Who is San Francisco?

Every year we publish an in-depth look at San Francisco and the Bay Area told almost exclusively in charts.  The focus is not on real estate but rather on who we are, what we do, what we believe in.  While some of the charts simply confirm widely-known data– for example, that Asians as a group represent the largest minority in San Francisco (33.5%) — others reveal the most obscure and amazing things.  For example, did you know that there are almost as many dogs in San Francisco as there are trees?  Coincidence you say?  You can find all 32 charts, with links to dozens more, here.  I’ve cherry-picked some of my favorites below (Click the charts to expand them).

Education and Economy  

Surrounded by some of the top educational institutions in the country, it’s no surprise that San Francisco is also one of its most well-educated and affluent cities.  In fact, as of 2016 the Bay Area has the highest median income of the most populous metro areas in the country (second chart).  However, the discrepancy between rich and poor is also stunningly high (third chart).  If the Bay Area were a country we would rank 23rd in the world – between Mexico and Paraguay – for inequality of income based on an index measured by the Organization of Economic Cooperation and Development.

The average salary for a Bay Area bus driver is $53,390.  They make slightly more than clergy and slightly less than reporters.  Elementary school teachers make $74,490.  Computer programmers average $106,710 while real estate brokers average $115,490. Registered nurses make about $125,000.  Doctors, dentists and other medical professionals top the rankings at $200,000 or above, along with airline pilots and chief executives.

Of the 555,000 employed residents in San Francisco, nearly 20% of them are employed in local, state and federal government.  Wow!  That’s almost double the number employed in the retail trade.

Children, Crime, Commutes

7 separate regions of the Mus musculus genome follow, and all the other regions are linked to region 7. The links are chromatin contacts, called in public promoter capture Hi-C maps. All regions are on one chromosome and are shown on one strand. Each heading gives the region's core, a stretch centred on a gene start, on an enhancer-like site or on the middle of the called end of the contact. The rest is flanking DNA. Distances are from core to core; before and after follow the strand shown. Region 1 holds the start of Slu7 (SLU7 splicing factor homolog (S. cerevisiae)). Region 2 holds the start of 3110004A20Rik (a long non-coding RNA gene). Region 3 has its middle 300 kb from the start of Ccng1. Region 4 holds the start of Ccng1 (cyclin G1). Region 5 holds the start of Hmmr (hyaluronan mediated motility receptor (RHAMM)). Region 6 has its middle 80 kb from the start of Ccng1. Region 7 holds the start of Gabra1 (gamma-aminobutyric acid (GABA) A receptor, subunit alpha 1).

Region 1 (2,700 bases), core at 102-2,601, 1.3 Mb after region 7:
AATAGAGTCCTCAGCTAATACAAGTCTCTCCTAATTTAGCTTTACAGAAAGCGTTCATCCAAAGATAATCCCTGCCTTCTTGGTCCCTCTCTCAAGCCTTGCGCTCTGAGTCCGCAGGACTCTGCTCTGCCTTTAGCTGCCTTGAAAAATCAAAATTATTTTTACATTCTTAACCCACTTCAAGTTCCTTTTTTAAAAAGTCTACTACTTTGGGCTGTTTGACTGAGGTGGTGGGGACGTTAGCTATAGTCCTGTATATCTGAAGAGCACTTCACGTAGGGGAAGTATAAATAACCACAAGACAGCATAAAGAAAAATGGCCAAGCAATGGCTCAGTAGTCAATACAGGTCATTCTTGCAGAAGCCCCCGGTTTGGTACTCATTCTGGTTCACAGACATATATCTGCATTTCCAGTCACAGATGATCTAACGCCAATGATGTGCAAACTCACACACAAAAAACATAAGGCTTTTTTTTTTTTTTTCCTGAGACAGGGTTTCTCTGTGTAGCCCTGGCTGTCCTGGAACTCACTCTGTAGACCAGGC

Here’s a stunner: 81.7% of San Francisco households do not include children. No wonder then that we have the smallest percentage of residents under the age of 18 of any major US City (second chart).  37.8% of SF’s residents live alone – far higher than the national rate of 22.6%.  The LGBT population is 15.4%, vs. a national estimate of 4%.

There were over 30,000 car break-ins in 2017, significantly above the number in 2016 reflected in the bar chart below.  However violent crime dropped around 8% from 2015:  there were 58 homicides in the city in 2016.

About a third of San Francisco residents take public transport to work, the same number as drive alone.  330,000 non-residents commute into the city for work each day.  That’s on top of the city’s own 550,000 employed residents, of whom a quarter commute out of SF.  In 2015, the average one-way commute time was 32 minutes.  According to a recent article, that puts us second only to Washington DC as the worst in the nation.  New York and Los Angeles have shorter commutes than we do.

Real Estate

Here are a couple of charts on real estate.  The first chart’s breakdown of owner-occupied housing by zip code is not surprising – St Francis Woods tops the list; Hayes Valley/Tenderloin is at the bottom.  But take a look at some of the other statistics:  about two-thirds of households nationwide own their own homes; in San Francisco only 36% do.  About 64% of San Francisco’s housing units are rentals, with over 80% of them subject to rent control. 

It takes a minimum qualifying income of $303,000 to purchase a median-priced house of $1.5 million  in San Francisco.  No Bay Area county is more expensive.  Yet for the moment, housing affordability is still slightly better that it was at the peak of the dot-com boom in early 2001 and significantly better than immediately prior to the start of the Great Recession in 2008 (second chart).

A Sense of Wonder

What’s the takeaway from all this data?  We live in an ethnically-diverse, well-educated, affluent, dog-loving, crazy-expensive town where a little over a third of us pray at least daily and about the same number meditate at least once a week.  44% of us feel a weekly “sense of Wonder” about the Universe. 

Count me in that group.

As always, your questions, comments and referrals are much appreciated.


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One thought on “Who is San Francisco?

  1. Love the variation of graphs and stats chosen. The Sense of Wonder piece and the Employment breakdowns were definitely two of our favorite. San Francisco is truly a unique and special place.

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